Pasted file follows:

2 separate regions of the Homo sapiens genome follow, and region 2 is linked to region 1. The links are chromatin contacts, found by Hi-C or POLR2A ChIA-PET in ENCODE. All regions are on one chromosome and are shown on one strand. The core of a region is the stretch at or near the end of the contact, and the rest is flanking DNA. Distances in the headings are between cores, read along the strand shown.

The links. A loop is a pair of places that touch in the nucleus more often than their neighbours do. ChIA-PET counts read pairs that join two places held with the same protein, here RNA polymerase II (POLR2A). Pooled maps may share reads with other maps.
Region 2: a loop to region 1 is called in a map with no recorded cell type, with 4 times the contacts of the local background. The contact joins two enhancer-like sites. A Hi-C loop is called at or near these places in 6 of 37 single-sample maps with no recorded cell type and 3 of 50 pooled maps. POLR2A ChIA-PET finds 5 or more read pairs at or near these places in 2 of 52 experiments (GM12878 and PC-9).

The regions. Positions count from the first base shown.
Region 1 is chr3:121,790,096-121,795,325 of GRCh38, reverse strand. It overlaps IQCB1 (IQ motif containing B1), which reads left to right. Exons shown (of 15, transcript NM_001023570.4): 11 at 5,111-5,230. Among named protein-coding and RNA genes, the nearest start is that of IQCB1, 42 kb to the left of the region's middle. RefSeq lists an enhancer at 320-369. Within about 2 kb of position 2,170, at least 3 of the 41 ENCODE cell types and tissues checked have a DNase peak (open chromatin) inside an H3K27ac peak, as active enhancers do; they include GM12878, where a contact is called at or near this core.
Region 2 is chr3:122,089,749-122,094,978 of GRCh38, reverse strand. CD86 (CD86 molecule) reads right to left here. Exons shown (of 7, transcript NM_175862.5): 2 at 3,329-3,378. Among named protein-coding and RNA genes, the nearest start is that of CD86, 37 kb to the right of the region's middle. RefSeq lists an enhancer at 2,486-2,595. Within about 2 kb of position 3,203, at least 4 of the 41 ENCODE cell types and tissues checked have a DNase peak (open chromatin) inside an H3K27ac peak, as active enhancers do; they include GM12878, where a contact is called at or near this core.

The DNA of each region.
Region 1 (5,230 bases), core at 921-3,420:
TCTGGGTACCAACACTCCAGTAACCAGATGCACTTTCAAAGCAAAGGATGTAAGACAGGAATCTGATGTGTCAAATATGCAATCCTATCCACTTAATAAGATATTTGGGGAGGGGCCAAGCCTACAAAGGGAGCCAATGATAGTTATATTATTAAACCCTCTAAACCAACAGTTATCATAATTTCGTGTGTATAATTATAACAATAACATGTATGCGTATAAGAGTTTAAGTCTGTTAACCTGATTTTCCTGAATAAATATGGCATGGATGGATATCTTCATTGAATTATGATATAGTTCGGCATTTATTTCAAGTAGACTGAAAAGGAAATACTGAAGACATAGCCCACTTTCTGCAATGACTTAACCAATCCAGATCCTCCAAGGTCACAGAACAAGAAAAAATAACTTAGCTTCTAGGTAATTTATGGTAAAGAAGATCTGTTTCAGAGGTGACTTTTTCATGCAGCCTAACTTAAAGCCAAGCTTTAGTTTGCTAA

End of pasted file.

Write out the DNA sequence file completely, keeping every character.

2 separate regions of the Homo sapiens genome follow, and region 2 is linked to region 1. The links are chromatin contacts, found by Hi-C or POLR2A ChIA-PET in ENCODE. All regions are on one chromosome and are shown on one strand. The core of a region is the stretch at or near the end of the contact, and the rest is flanking DNA. Distances in the headings are between cores, read along the strand shown.

The links. A loop is a pair of places that touch in the nucleus more often than their neighbours do. ChIA-PET counts read pairs that join two places held with the same protein, here RNA polymerase II (POLR2A). Pooled maps may share reads with other maps.
Region 2: a loop to region 1 is called in a map with no recorded cell type, with 4 times the contacts of the local background. The contact joins two enhancer-like sites. A Hi-C loop is called at or near these places in 6 of 37 single-sample maps with no recorded cell type and 3 of 50 pooled maps. POLR2A ChIA-PET finds 5 or more read pairs at or near these places in 2 of 52 experiments (GM12878 and PC-9).

The regions. Positions count from the first base shown.
Region 1 is chr3:121,790,096-121,795,325 of GRCh38, reverse strand. It overlaps IQCB1 (IQ motif containing B1), which reads left to right. Exons shown (of 15, transcript NM_001023570.4): 11 at 5,111-5,230. Among named protein-coding and RNA genes, the nearest start is that of IQCB1, 42 kb to the left of the region's middle. RefSeq lists an enhancer at 320-369. Within about 2 kb of position 2,170, at least 3 of the 41 ENCODE cell types and tissues checked have a DNase peak (open chromatin) inside an H3K27ac peak, as active enhancers do; they include GM12878, where a contact is called at or near this core.
Region 2 is chr3:122,089,749-122,094,978 of GRCh38, reverse strand. CD86 (CD86 molecule) reads right to left here. Exons shown (of 7, transcript NM_175862.5): 2 at 3,329-3,378. Among named protein-coding and RNA genes, the nearest start is that of CD86, 37 kb to the right of the region's middle. RefSeq lists an enhancer at 2,486-2,595. Within about 2 kb of position 3,203, at least 4 of the 41 ENCODE cell types and tissues checked have a DNase peak (open chromatin) inside an H3K27ac peak, as active enhancers do; they include GM12878, where a contact is called at or near this core.

The DNA of each region.
Region 1 (5,230 bases), core at 921-3,420:
TCTGGGTACCAACACTCCAGTAACCAGATGCACTTTCAAAGCAAAGGATGTAAGACAGGAATCTGATGTGTCAAATATGCAATCCTATCCACTTAATAAGATATTTGGGGAGGGGCCAAGCCTACAAAGGGAGCCAATGATAGTTATATTATTAAACCCTCTAAACCAACAGTTATCATAATTTCGTGTGTATAATTATAACAATAACATGTATGCGTATAAGAGTTTAAGTCTGTTAACCTGATTTTCCTGAATAAATATGGCATGGATGGATATCTTCATTGAATTATGATATAGTTCGGCATTTATTTCAAGTAGACTGAAAAGGAAATACTGAAGACATAGCCCACTTTCTGCAATGACTTAACCAATCCAGATCCTCCAAGGTCACAGAACAAGAAAAAATAACTTAGCTTCTAGGTAATTTATGGTAAAGAAGATCTGTTTCAGAGGTGACTTTTTCATGCAGCCTAACTTAAAGCCAAGCTTTAGTTTGCTAA